Scottish-based MIME Technologies has invented new inflight medical emergency solutions that will revolutionize onboard medical handling. The MIME technology will hugely improve badly needed airline medical emergency procedures. The rendering of medical help will take on a whole new meaning. Undoubtedly, this technology could also help to save passenger lives when inflight medical emergencies happen, by real-time transmission of essential data to clinicians on the ground.
Today’s inflight medical emergency procedures are good, but far from the best. I am speaking from personal experiences. As an airline pilot for more than 30 years, I have experienced more medical passenger emergencies than I can count.
How many passengers travel by air in one year on a worldwide basis?
About 4 billion(!) passengers travel by air in a year, according to the International Air Transport Association (IATA), to double by 2036.
Inflight medical emergencies are expected to increase with the ever-increasing numbers of passengers.
There has not been any real advances or effective solutions to improving how these emergencies are being handled.
Improvement of time-critical inflight medical emergency procedures by MIME Technologies
You’re inflight when a flight attendant makes an announcement:
“Are there any medical personnel on board?”
You automatically know what’s happening. A passenger (or crew) needs medical attention.
Needing medical help while being stuck on an airplane at 37,000 feet is certainly not the ideal situation to be in. But, an airline’s procedures for handling such situations are actually pretty good.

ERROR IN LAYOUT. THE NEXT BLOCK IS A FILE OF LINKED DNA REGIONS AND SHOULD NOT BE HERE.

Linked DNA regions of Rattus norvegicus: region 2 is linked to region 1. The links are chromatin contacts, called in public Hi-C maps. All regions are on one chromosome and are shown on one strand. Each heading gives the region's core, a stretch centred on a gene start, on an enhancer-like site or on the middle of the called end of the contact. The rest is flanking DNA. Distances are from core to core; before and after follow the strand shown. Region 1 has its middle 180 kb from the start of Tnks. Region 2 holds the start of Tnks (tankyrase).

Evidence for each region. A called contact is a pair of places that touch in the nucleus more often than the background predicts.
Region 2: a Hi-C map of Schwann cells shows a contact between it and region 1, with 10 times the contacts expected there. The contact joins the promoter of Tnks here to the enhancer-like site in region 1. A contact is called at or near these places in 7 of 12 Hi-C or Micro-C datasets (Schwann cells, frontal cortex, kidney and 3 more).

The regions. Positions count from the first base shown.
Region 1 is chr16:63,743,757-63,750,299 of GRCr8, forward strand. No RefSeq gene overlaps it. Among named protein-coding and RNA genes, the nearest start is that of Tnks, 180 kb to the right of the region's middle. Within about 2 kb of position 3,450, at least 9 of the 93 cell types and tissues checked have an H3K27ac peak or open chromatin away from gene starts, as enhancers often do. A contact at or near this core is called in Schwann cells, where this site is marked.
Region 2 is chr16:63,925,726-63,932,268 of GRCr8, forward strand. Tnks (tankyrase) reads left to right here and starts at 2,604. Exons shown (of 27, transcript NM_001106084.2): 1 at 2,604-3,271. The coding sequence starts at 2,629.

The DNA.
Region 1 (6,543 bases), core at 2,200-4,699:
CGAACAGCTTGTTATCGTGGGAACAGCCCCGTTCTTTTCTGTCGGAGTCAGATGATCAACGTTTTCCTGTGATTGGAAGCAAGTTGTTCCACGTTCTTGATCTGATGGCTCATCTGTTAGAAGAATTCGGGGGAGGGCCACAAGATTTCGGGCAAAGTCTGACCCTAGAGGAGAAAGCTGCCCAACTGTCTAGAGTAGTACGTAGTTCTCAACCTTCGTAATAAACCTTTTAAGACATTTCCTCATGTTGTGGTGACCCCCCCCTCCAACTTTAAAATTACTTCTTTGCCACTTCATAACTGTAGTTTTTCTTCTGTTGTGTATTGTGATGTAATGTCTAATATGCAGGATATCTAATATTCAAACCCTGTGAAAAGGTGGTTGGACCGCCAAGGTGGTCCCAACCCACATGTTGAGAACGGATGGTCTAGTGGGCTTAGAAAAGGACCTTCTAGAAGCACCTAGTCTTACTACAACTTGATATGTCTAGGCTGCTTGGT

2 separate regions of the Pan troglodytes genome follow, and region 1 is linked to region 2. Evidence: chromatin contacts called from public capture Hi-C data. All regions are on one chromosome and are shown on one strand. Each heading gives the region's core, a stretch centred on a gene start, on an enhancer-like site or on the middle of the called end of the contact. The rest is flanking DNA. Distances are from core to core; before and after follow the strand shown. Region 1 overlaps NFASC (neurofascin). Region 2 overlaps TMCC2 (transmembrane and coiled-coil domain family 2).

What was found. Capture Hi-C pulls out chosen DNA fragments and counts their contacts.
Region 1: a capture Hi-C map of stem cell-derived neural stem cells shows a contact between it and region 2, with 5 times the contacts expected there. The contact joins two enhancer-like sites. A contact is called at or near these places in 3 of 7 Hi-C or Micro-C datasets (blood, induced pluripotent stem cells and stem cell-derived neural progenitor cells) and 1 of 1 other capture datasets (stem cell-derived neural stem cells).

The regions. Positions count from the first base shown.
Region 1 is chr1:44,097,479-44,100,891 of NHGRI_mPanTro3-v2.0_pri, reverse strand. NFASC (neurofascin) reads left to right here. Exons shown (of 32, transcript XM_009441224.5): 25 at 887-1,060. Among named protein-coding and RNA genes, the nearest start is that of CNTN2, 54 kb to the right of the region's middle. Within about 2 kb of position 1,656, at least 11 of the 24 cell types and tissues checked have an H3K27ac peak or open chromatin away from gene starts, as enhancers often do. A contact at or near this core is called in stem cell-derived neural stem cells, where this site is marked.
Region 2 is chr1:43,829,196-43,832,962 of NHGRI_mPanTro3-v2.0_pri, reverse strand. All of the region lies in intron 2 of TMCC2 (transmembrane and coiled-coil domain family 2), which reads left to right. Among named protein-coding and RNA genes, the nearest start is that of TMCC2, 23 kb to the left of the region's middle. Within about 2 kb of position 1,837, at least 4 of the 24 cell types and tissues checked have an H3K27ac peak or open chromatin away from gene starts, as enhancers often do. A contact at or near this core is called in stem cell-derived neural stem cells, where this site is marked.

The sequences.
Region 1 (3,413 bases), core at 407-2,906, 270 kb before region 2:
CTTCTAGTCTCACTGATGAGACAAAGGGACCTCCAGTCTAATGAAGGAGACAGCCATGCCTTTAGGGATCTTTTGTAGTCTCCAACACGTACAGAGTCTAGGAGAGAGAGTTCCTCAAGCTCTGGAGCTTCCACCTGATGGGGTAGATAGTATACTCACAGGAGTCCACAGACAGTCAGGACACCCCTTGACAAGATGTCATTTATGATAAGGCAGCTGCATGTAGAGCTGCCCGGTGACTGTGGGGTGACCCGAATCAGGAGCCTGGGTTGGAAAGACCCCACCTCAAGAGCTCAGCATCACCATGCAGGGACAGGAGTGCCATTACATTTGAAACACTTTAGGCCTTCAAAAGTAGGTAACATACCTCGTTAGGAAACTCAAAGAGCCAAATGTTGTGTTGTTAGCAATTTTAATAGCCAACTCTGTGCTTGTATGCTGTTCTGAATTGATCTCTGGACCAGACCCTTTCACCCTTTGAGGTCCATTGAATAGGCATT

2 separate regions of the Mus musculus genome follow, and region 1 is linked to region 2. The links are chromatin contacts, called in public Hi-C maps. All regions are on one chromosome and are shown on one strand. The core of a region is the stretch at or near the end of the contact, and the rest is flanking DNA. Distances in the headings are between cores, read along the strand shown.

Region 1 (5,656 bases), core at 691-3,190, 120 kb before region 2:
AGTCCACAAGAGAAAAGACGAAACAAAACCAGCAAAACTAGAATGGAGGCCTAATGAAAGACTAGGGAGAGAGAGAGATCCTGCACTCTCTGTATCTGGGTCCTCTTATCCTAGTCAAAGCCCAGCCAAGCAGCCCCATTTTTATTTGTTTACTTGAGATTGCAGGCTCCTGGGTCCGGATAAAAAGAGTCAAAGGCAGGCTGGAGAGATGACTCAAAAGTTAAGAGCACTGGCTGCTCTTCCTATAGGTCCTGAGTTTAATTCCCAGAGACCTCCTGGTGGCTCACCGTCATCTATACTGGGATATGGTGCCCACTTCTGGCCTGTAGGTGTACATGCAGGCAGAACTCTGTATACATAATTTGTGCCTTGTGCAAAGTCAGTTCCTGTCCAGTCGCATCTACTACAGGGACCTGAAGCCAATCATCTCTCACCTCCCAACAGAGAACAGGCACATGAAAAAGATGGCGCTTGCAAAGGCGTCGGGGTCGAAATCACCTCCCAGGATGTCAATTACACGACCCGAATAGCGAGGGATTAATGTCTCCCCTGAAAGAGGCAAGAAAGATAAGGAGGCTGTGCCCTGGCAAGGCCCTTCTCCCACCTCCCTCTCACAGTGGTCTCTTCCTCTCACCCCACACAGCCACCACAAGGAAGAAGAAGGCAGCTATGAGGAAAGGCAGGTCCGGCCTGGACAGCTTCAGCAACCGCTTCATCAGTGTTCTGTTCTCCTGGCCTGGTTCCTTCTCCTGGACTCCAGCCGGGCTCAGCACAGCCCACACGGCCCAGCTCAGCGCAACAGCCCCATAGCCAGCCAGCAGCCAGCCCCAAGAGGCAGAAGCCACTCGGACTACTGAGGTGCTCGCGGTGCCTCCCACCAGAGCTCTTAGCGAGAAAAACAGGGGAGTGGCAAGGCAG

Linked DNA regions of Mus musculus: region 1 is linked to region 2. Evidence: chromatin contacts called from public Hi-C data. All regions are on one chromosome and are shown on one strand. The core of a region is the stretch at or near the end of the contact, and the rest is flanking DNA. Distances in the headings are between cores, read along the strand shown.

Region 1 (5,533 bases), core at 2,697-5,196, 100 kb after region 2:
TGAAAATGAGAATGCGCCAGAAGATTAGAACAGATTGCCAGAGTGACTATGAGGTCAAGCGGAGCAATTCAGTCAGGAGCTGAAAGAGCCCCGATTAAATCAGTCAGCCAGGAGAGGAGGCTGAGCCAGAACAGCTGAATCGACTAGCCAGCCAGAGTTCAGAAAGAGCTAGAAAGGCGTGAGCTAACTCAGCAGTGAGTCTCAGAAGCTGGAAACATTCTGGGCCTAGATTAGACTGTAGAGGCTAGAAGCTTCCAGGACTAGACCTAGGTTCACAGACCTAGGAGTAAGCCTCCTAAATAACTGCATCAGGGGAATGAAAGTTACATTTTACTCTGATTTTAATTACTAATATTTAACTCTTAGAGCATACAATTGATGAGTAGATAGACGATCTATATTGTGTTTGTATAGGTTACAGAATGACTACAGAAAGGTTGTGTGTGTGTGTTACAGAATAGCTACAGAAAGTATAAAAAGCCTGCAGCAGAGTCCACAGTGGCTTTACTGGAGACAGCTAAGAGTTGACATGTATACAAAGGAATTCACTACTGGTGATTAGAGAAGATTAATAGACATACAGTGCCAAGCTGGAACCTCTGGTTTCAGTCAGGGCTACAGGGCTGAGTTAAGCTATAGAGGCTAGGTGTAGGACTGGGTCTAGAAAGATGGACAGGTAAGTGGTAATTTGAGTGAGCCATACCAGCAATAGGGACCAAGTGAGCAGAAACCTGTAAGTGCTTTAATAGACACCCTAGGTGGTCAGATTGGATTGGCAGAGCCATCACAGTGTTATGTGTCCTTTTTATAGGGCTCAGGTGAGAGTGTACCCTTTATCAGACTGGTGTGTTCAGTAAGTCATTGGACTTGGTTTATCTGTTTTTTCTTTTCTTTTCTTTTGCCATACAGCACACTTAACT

Yet, a new, great solution to improving time-efficiency and data critical to handling inflight medical emergencies is now available.
The eye-opening solution could lie in the new technology offered by MIME Technologies!
It will take time to see this new technology in use worldwide. However, the team at MIME has recently secured new investment funds to scale its technology and are currently addressing the regulatory approvals to sell internationally.
How does MIME Technologies present huge improvements in inflight medical emergency passenger care?
Here’s how the MIME Technologies solution will improve passenger care in an inflight medical emergency:
- The system offers vastly improved support for the flight attendant crew (in line with IATA guidelines), handling the practical hands-on tasks and coordination of the medical emergency. Improved support would be provided for the pilots, handling these emergencies in the form of time-critical coordination, Captain decision making, and communication around the medical emergency.
- Sensor technologies communications offer integration of clinical-grade medical sensors. The sensors allow for real-time monitoring of a passenger’s vital signs which can be transmitted to airline clinical decision-makers on the ground.
- The user can identify and track any improvement, deterioration, or stability in the condition of the passenger.
- The collected data is then handed over to emergency services personnel after landing, through MIME’s clever reporting, which uses natural language – less time writing post-incident reports.
How does the Mime Technology inflight medical emergency solutions procedure work?
MIME Timeline Infographics
What airlines do to get you medical help while you’re flying
The inflight medical situations have always presented challenges for the airlines. Then, different airlines have their own approved procedures for handling medical emergencies.